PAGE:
would not take long to cut the frame parts out on my grizzly 18" bandsaw. have a shop full of wood tools. this is a valid option for me.. i guess weight could be a issue but hey since i have the tools, and wood is cheap.. i think it be fun to try. it would be worth it even if it did not become a speed daemon, but just a mini cruiser tri. so if you ever get a chance to trace your parts that could be printed out.. please do for me. thank you in advance.
chris.
I don't think the CAD program I am using does drawings. I am using Inventor Fusion 360 on a Macbook Pro. Which is weird because it appears the Windows version does do drawings.
 
#45

jipp

Senior Member
#46
I've made several parts for my multirotors out of 3/32" birch plywood. Just printed the designs on regular paper, spray glued them to the plywood, and cut them out with a jigsaw.
good to know it works. will be giving it a go after i learn more. i have the wood tools so why not. and i agree my bandsaw is over kill for such a project.. but its my baby, i use it for everything.. from cutting veneers to just ripping stock to size. my least fav tool is my table saw.. that is 1 of the 2 tools im always over cautious about as iv seen to many people lose fingers from them.. by the way the second tool is a shaper.
and i cant lose my fingers, im already a crippled who cant walk. if i lost my fingers id throw in the towel i think.
chris.
 

jipp

Senior Member
#47
I don't think the CAD program I am using does drawings. I am using Inventor Fusion 360 on a Macbook Pro. Which is weird because it appears the Windows version does do drawings.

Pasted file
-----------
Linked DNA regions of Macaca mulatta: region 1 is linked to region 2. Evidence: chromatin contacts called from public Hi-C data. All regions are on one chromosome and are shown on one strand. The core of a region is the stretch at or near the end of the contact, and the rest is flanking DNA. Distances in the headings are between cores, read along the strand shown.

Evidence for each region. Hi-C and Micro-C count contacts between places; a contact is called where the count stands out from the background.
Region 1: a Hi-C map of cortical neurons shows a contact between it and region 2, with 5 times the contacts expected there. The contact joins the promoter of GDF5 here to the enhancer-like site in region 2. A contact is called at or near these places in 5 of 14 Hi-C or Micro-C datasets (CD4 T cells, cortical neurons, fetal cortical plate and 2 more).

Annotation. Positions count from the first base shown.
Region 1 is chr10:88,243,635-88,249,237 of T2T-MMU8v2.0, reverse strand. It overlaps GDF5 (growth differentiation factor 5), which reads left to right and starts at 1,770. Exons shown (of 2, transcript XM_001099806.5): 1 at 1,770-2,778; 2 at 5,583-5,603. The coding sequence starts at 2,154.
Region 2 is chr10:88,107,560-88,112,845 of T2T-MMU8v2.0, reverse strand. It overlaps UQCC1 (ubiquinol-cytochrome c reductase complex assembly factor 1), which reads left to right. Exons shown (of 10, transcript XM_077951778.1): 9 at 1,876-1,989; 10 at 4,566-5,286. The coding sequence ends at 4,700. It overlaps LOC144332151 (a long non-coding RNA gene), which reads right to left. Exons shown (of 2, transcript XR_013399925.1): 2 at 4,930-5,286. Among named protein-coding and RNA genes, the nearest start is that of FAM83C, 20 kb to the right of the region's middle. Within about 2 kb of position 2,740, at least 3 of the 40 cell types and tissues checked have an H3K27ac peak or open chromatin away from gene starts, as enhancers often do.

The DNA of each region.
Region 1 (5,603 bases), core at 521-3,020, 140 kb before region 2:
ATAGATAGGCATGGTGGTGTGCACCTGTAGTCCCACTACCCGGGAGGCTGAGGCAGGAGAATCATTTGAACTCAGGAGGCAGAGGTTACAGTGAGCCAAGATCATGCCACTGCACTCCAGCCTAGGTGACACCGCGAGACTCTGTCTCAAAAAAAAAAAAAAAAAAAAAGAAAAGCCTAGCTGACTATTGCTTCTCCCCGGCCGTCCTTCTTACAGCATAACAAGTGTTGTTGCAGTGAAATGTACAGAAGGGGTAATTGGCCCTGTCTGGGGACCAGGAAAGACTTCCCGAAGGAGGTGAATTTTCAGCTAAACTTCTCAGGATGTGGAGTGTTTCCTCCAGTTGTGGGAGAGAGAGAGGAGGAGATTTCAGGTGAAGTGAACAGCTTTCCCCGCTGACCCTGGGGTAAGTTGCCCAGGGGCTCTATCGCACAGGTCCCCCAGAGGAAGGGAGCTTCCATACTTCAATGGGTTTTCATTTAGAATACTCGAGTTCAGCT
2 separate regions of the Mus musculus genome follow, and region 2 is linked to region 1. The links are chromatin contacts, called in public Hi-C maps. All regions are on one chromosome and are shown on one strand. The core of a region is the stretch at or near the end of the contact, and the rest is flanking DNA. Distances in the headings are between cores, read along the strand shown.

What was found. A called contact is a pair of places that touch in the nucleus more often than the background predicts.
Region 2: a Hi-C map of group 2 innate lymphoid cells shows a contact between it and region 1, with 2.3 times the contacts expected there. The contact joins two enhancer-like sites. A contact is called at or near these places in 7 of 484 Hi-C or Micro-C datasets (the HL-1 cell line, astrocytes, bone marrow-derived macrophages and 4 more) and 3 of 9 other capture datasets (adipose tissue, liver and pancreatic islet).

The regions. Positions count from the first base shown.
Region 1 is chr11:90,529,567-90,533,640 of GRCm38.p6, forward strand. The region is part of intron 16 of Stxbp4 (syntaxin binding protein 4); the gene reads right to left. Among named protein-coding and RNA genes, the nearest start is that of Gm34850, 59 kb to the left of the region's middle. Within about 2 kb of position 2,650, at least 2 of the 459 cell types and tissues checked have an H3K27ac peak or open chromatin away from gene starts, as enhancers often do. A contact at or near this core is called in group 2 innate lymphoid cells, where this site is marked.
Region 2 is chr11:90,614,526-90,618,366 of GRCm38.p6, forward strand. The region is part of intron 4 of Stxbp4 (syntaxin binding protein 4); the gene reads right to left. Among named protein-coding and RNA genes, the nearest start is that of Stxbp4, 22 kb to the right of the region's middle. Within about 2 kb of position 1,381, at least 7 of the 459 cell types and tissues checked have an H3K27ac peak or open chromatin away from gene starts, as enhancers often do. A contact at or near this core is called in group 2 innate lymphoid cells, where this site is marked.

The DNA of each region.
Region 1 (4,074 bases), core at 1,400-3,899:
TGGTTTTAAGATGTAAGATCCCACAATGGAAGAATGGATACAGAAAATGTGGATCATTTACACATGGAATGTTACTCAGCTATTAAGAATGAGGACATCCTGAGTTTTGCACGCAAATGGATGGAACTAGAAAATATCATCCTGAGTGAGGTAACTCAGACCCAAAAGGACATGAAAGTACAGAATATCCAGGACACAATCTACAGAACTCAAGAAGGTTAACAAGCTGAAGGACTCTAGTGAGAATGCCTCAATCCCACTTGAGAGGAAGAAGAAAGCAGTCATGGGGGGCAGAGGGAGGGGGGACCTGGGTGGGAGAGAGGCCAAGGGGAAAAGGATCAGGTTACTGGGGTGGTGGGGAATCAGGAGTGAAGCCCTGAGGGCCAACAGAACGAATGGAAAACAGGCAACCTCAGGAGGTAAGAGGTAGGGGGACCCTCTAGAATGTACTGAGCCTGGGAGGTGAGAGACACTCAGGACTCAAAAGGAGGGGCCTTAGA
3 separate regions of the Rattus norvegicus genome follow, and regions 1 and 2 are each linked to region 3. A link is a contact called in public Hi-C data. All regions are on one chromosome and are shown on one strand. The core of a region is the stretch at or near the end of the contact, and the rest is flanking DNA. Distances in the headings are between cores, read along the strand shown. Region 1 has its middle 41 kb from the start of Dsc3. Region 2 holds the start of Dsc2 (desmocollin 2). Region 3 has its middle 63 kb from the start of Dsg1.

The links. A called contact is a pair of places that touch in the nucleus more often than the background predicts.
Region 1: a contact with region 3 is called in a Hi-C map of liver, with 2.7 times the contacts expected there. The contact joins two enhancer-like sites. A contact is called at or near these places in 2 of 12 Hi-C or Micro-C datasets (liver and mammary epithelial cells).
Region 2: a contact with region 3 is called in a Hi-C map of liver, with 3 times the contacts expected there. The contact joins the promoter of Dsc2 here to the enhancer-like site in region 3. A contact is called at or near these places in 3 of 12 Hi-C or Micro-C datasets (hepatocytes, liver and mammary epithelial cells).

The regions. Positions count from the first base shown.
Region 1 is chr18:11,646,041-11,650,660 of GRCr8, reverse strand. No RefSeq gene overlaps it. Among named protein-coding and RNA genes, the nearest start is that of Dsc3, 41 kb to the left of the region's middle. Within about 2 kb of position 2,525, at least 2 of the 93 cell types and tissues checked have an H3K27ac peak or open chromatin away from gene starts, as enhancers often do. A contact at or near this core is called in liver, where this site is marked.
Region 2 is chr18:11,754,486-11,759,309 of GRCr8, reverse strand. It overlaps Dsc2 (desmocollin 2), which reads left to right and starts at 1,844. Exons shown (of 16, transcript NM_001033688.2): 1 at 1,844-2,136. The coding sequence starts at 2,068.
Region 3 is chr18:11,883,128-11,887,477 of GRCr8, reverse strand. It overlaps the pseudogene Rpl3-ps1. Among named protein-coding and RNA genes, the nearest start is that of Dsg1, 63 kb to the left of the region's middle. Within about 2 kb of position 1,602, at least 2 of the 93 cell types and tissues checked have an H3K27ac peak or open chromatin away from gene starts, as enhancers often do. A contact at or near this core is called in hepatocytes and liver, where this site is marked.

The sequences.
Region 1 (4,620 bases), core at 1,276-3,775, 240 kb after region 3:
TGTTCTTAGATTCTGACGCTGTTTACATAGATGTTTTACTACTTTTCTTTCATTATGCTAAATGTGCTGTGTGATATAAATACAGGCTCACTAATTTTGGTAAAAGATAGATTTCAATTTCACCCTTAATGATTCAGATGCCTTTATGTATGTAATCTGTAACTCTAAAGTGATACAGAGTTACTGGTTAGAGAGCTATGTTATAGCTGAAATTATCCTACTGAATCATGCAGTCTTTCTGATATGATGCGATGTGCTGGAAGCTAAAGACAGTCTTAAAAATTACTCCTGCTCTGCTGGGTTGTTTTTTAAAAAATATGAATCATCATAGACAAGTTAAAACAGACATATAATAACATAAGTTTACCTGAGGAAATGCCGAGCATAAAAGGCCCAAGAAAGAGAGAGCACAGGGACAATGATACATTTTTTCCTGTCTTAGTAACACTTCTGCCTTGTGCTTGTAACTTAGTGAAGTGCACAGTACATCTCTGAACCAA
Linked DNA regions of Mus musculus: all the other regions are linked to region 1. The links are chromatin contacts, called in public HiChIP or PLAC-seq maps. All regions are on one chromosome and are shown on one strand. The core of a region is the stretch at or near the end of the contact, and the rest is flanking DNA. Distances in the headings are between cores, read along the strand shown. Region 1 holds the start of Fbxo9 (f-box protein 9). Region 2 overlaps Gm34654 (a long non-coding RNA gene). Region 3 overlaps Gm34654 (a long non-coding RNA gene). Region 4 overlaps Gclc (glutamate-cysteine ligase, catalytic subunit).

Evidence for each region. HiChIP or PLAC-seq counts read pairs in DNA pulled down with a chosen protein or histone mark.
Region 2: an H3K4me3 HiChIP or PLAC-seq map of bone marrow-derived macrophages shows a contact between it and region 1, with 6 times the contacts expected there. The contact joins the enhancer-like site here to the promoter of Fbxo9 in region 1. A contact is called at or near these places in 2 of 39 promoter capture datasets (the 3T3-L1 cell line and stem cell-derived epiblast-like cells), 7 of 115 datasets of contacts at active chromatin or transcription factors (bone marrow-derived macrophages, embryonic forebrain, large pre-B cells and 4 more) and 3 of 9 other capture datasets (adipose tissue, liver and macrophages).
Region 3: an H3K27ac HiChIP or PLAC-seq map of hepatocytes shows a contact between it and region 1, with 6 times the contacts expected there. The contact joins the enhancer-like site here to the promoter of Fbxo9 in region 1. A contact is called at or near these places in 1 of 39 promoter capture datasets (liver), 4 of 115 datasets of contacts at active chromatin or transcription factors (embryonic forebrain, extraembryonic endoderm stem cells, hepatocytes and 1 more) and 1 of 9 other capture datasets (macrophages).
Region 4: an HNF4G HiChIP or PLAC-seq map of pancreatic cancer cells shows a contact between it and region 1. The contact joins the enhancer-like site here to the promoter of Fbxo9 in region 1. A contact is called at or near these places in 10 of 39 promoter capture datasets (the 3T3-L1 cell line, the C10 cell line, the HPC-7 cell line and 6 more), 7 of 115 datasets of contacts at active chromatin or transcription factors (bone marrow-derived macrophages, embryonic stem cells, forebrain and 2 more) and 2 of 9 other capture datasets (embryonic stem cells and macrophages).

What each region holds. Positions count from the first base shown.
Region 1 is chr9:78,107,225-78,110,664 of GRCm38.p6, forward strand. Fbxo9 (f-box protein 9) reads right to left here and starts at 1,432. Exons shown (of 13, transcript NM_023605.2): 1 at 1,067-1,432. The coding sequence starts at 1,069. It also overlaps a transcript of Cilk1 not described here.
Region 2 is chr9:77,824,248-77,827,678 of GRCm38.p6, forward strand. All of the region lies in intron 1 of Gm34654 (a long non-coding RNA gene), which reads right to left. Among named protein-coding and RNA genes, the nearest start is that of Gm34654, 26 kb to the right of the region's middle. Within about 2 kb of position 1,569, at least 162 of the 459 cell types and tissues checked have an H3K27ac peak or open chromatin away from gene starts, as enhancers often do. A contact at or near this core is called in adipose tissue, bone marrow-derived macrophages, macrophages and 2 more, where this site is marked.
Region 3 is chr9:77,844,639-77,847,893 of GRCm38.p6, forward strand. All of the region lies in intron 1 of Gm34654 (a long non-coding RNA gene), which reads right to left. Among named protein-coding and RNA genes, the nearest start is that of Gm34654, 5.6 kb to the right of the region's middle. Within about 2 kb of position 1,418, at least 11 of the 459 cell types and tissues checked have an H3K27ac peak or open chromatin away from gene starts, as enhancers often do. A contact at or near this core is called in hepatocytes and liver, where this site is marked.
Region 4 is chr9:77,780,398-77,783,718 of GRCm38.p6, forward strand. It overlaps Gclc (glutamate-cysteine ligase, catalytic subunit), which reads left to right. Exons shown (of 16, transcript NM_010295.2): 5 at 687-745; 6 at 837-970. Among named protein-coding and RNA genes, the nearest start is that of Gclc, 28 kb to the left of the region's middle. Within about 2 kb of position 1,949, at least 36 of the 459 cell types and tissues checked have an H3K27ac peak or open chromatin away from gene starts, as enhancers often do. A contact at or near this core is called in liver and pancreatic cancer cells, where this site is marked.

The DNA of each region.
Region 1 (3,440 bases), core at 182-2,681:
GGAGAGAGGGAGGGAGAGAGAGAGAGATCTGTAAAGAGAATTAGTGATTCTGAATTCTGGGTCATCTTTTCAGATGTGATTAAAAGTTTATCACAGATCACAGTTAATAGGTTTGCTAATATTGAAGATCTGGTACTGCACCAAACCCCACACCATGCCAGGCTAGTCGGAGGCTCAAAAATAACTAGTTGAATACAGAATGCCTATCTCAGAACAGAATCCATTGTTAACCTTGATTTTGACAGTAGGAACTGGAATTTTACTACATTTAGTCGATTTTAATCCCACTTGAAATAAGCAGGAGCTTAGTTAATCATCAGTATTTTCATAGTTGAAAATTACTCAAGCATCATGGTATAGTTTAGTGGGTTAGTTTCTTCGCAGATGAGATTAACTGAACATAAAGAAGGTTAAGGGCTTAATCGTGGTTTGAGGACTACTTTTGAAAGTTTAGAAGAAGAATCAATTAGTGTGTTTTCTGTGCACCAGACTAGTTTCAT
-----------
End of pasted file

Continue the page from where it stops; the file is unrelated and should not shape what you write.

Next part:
aww, thank you. was worth a try. maybe when you upload them someone could be kind enough to do so. i just do not have the experience yet to build my own design.. that will only come with experience building kits,etc and time.

on a side note, was a good morning flew the nano dis-morning.. and iv come to realize its a fun toy.. but, it is sorta limited. for one.. if you have no level place to start you are fighting from the start.. wind is the other problem.. from a prospective as a learning tool to move on to a larger quad i think it has served its purpose. aww, experience from actual use instead of reading.. funny how the two sorta do not mesh always. :p
chris.
 
#49
mpbiv- have you considered using a clamping mechanic on your pivot arm instead of epoxy? View attachment 42145
Yes and no. My design for the front arms is definitely inspired by the Vortex, and I believe it uses clamping similar to what you have modeled in this picture. I just didn't do it.